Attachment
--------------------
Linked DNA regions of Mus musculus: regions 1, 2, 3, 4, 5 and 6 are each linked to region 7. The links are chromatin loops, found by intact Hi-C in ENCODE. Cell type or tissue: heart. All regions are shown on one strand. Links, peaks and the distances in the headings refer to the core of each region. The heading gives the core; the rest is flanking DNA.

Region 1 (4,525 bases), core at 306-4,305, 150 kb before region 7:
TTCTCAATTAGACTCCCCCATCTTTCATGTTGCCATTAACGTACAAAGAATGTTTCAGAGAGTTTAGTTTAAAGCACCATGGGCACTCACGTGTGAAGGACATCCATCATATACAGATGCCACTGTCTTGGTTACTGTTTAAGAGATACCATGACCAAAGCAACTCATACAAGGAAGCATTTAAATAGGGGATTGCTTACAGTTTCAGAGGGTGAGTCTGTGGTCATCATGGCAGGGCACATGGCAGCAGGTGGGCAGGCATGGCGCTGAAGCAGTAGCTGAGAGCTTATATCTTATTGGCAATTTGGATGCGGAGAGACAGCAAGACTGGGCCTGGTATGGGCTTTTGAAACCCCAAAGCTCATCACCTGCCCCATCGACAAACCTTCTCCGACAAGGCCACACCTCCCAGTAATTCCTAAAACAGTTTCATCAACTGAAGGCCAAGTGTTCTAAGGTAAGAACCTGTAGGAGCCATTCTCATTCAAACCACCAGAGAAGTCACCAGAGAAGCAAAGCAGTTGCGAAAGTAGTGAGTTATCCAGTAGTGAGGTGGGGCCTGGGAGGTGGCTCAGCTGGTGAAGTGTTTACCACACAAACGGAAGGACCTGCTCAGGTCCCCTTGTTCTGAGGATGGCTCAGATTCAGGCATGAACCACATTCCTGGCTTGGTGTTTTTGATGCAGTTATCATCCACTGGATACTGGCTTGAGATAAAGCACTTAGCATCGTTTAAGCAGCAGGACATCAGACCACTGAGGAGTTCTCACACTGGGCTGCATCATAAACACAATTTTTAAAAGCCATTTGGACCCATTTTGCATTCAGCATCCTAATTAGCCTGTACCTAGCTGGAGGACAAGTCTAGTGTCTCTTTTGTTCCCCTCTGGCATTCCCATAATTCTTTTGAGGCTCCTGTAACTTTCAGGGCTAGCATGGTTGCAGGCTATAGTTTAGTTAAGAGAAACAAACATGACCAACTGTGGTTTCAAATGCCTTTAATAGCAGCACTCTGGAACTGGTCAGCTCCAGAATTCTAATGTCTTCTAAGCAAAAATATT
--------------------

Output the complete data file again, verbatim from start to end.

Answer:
Linked DNA regions of Mus musculus: regions 1, 2, 3, 4, 5 and 6 are each linked to region 7. The links are chromatin loops, found by intact Hi-C in ENCODE. Cell type or tissue: heart. All regions are shown on one strand. Links, peaks and the distances in the headings refer to the core of each region. The heading gives the core; the rest is flanking DNA.

Region 1 (4,525 bases), core at 306-4,305, 150 kb before region 7:
TTCTCAATTAGACTCCCCCATCTTTCATGTTGCCATTAACGTACAAAGAATGTTTCAGAGAGTTTAGTTTAAAGCACCATGGGCACTCACGTGTGAAGGACATCCATCATATACAGATGCCACTGTCTTGGTTACTGTTTAAGAGATACCATGACCAAAGCAACTCATACAAGGAAGCATTTAAATAGGGGATTGCTTACAGTTTCAGAGGGTGAGTCTGTGGTCATCATGGCAGGGCACATGGCAGCAGGTGGGCAGGCATGGCGCTGAAGCAGTAGCTGAGAGCTTATATCTTATTGGCAATTTGGATGCGGAGAGACAGCAAGACTGGGCCTGGTATGGGCTTTTGAAACCCCAAAGCTCATCACCTGCCCCATCGACAAACCTTCTCCGACAAGGCCACACCTCCCAGTAATTCCTAAAACAGTTTCATCAACTGAAGGCCAAGTGTTCTAAGGTAAGAACCTGTAGGAGCCATTCTCATTCAAACCACCAGAGAAGTCACCAGAGAAGCAAAGCAGTTGCGAAAGTAGTGAGTTATCCAGTAGTGAGGTGGGGCCTGGGAGGTGGCTCAGCTGGTGAAGTGTTTACCACACAAACGGAAGGACCTGCTCAGGTCCCCTTGTTCTGAGGATGGCTCAGATTCAGGCATGAACCACATTCCTGGCTTGGTGTTTTTGATGCAGTTATCATCCACTGGATACTGGCTTGAGATAAAGCACTTAGCATCGTTTAAGCAGCAGGACATCAGACCACTGAGGAGTTCTCACACTGGGCTGCATCATAAACACAATTTTTAAAAGCCATTTGGACCCATTTTGCATTCAGCATCCTAATTAGCCTGTACCTAGCTGGAGGACAAGTCTAGTGTCTCTTTTGTTCCCCTCTGGCATTCCCATAATTCTTTTGAGGCTCCTGTAACTTTCAGGGCTAGCATGGTTGCAGGCTATAGTTTAGTTAAGAGAAACAAACATGACCAACTGTGGTTTCAAATGCCTTTAATAGCAGCACTCTGGAACTGGTCAGCTCCAGAATTCTAATGTCTTCTAAGCAAAAATATT